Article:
Or all the main classes for one protein:

Or a list of all ECM proteins:

Exploring possible parameters

Sometimes the names and values of the query parameters are not intuitive, even though in many cases the server accepts multiple alternatives. To see the possible parameters with all possible values you can use the queries query type. The server checks the paremeter names and values exactly against these rules and if any of them don’t match you will get an error message instead of reply. To see the parameters for the interactions query:

Can I use OmniPath in R?

You can download the data from the webservice and load into R. Thanks to our colleague Attila Gabor we have a dedicated package for this:

Alternatively here is a very simple example:

Installation

Linux

In almost any up-to-date Linux distribution the dependencies of pypath are built-in, or provided by the distributors. You only need to install a couple of things in your package manager (cairo, py(2)cairo, igraph, python(2)-igraph, graphviz, pygraphviz), and after install pypath by pip (see below). If any module still missing, you can install them the usual way by pip or your package manager.

igraph C library, cairo and pycairo

python(2)-igraph is a Python interface to use the igraph C library. The C library must be installed. The same goes for cairo, py(2)cairo and graphviz.

Directly from git

pip install git+https://github.com/saezlab/pypath.git

With pip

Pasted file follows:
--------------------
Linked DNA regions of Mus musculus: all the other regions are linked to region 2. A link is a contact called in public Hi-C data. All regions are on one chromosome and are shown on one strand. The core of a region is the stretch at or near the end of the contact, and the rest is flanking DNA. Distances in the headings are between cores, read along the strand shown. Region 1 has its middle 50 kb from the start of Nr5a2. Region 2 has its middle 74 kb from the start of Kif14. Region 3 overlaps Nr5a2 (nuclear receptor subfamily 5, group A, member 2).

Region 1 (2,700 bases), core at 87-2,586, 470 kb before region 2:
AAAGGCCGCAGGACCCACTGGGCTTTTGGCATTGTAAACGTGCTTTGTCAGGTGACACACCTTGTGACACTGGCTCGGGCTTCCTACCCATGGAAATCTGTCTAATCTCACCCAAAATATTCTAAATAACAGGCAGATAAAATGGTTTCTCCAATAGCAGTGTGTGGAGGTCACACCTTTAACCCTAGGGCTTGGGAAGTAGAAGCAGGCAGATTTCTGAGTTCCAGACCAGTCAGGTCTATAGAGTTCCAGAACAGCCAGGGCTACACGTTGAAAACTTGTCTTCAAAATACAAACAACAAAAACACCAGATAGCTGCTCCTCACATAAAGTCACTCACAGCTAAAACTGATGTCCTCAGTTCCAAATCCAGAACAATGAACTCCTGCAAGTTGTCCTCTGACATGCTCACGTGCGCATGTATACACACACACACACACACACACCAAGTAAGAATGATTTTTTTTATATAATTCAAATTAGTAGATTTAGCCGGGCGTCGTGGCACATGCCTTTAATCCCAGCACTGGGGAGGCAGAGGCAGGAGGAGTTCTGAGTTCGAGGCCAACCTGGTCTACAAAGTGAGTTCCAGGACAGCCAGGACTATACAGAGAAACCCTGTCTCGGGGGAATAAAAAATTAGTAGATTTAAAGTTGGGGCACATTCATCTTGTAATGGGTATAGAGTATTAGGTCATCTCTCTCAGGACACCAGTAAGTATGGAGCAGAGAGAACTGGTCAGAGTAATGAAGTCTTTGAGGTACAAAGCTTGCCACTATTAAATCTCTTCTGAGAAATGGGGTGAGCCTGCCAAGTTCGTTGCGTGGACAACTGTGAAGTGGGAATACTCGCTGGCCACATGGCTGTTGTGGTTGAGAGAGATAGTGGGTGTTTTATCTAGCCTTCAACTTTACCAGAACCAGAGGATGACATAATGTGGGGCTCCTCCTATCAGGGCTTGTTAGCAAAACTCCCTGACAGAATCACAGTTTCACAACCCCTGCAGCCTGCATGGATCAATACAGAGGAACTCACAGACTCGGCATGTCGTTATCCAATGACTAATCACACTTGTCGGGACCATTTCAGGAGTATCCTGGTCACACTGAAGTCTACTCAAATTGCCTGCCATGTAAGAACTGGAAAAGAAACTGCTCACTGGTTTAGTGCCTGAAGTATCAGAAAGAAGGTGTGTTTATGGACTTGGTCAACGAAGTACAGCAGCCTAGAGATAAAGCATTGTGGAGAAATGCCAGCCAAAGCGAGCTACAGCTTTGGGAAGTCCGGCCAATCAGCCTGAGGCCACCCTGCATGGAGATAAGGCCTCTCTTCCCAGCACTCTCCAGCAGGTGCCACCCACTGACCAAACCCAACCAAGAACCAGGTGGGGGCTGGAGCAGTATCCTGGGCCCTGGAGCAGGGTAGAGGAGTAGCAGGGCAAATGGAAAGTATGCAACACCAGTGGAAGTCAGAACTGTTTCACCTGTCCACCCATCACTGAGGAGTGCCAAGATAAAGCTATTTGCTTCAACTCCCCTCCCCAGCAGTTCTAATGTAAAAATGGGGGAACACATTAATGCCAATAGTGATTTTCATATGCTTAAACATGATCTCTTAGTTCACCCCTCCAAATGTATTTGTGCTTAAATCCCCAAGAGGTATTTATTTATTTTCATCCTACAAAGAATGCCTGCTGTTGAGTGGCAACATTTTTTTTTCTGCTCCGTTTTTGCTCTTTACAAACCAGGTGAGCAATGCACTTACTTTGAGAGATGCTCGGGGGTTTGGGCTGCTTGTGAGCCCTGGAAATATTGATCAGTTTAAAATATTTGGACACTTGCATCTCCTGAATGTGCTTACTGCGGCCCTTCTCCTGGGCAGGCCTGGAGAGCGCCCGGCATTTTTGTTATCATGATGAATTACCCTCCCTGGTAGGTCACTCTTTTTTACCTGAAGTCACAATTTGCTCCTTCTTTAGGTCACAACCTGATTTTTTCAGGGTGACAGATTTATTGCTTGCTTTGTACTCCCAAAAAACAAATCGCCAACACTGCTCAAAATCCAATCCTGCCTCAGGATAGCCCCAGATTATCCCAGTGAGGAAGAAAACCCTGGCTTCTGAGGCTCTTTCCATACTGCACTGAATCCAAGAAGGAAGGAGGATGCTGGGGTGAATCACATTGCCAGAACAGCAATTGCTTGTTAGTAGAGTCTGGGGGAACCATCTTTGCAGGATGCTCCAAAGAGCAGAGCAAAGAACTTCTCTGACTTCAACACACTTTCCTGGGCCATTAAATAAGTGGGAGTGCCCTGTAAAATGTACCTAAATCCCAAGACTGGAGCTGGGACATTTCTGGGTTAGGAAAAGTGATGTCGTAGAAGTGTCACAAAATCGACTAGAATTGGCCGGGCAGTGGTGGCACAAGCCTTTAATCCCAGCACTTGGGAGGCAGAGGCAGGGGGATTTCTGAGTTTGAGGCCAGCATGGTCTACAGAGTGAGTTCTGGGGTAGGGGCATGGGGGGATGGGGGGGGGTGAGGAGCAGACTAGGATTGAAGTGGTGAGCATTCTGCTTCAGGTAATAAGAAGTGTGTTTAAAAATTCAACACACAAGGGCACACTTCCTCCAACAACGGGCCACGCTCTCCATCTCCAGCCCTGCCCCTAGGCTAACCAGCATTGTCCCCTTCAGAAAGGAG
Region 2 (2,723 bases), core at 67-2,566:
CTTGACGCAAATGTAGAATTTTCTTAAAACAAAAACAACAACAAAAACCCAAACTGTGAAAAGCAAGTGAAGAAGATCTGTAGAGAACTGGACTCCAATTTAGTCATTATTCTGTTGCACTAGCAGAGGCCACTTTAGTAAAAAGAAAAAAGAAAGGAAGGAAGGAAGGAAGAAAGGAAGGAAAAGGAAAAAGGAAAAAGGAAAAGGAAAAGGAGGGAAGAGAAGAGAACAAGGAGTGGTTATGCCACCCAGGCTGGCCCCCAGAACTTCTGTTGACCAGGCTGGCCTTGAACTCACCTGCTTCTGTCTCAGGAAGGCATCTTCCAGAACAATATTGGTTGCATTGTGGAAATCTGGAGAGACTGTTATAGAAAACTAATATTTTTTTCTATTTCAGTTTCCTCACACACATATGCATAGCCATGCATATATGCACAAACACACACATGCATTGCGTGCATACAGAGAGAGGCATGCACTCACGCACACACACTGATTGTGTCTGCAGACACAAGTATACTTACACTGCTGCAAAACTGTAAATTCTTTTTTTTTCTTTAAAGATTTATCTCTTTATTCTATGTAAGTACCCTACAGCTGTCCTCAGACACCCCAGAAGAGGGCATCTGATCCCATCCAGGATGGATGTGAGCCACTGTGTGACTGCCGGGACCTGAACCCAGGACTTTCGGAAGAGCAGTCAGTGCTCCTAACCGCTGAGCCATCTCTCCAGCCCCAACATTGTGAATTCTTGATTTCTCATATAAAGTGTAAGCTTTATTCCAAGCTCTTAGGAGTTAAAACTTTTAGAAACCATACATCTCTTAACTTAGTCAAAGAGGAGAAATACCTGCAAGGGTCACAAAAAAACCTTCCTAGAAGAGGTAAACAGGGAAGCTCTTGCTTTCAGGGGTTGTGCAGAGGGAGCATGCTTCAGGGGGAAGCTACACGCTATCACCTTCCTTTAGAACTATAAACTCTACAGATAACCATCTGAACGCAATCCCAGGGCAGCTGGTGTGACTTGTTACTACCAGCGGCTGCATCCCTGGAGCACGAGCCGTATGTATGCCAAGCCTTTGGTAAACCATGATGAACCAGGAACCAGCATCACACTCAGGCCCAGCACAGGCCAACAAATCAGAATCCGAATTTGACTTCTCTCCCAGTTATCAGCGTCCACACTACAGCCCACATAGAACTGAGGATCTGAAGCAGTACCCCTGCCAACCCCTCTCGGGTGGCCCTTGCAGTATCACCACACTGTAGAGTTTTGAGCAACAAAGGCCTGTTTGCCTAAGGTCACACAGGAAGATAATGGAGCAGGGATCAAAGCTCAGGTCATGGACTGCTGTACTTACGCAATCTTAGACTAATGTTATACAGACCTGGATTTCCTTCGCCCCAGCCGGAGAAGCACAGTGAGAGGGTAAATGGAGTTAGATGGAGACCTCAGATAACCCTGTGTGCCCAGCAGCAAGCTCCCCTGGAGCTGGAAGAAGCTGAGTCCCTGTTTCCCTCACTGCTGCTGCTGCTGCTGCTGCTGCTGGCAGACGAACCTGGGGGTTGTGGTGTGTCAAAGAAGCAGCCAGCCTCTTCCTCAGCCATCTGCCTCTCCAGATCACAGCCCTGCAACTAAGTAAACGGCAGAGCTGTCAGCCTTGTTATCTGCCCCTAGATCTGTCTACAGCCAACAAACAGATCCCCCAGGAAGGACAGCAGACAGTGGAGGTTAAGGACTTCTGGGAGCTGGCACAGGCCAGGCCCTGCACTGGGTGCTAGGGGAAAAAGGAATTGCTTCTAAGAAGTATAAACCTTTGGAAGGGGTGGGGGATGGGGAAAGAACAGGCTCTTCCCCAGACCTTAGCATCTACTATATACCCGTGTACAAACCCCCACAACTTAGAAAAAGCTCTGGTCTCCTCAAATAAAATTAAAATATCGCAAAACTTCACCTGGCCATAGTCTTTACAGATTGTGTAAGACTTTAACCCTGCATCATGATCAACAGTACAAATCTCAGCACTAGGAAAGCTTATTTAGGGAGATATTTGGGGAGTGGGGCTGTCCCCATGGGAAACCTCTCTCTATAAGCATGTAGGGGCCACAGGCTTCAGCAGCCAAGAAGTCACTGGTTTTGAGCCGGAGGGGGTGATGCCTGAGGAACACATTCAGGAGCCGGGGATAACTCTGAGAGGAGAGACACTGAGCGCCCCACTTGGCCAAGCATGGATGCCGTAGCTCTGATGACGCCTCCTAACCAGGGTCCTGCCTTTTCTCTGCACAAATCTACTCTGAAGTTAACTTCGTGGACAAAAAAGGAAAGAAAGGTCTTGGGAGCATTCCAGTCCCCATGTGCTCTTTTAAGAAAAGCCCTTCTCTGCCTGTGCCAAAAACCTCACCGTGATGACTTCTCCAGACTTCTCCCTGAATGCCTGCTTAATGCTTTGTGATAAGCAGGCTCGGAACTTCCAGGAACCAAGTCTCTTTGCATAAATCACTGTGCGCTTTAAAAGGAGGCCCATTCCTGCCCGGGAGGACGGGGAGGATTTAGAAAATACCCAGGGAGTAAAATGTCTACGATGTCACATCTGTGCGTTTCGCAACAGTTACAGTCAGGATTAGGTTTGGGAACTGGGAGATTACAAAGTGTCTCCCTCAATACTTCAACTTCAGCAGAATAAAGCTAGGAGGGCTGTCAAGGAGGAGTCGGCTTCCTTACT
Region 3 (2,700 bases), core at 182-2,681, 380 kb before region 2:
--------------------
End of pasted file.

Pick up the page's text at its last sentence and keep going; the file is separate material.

Download the package from /dist, and install with pip:

pip install pypath-x.y.z.tar.gz

Build source distribution

Clone the git repo, and run setup.py:

python setup.py sdist

Mac OS X

On OS X installation is not straightforward primarily because cairo needs to be compiled from source. We provide 2 scripts here: the mac-install-brew.sh installs everything with HomeBrew, and mac-install-conda.sh installs from Anaconda distribution. With these scripts installation of igraph, cairo and graphviz goes smoothly most of the time, and options are available for omitting the 2 latter. To know more see the description in the script header. There is a third script mac-install-source.sh which compiles everything from source and presumes only Python 2.7 and Xcode installed. We do not recommend this as it is time consuming and troubleshooting requires expertise.

Troubleshooting

  • no module named ... when you try to load a module in Python. Did theinstallation of the module run without error? Try to run again the specific part from the mac install shell script to see if any error comes up. Is the path where the module has been installed in your $PYTHONPATH? Try echo $PYTHONPATH to see the current paths. Add your local install directories if those are not there, e.g. export PYTHONPATH="/Users/me/local/python2.7/site-packages:$PYTHONPATH". If it works afterwards, don’t forget to append these export path statements to your ~/.bash_profile, so these will be set every time you launch a new shell.

  • pkgconfig not found. Check if the $PKG_CONFIG_PATH variable is set correctly, and pointing on a directory where pkgconfig really can be found.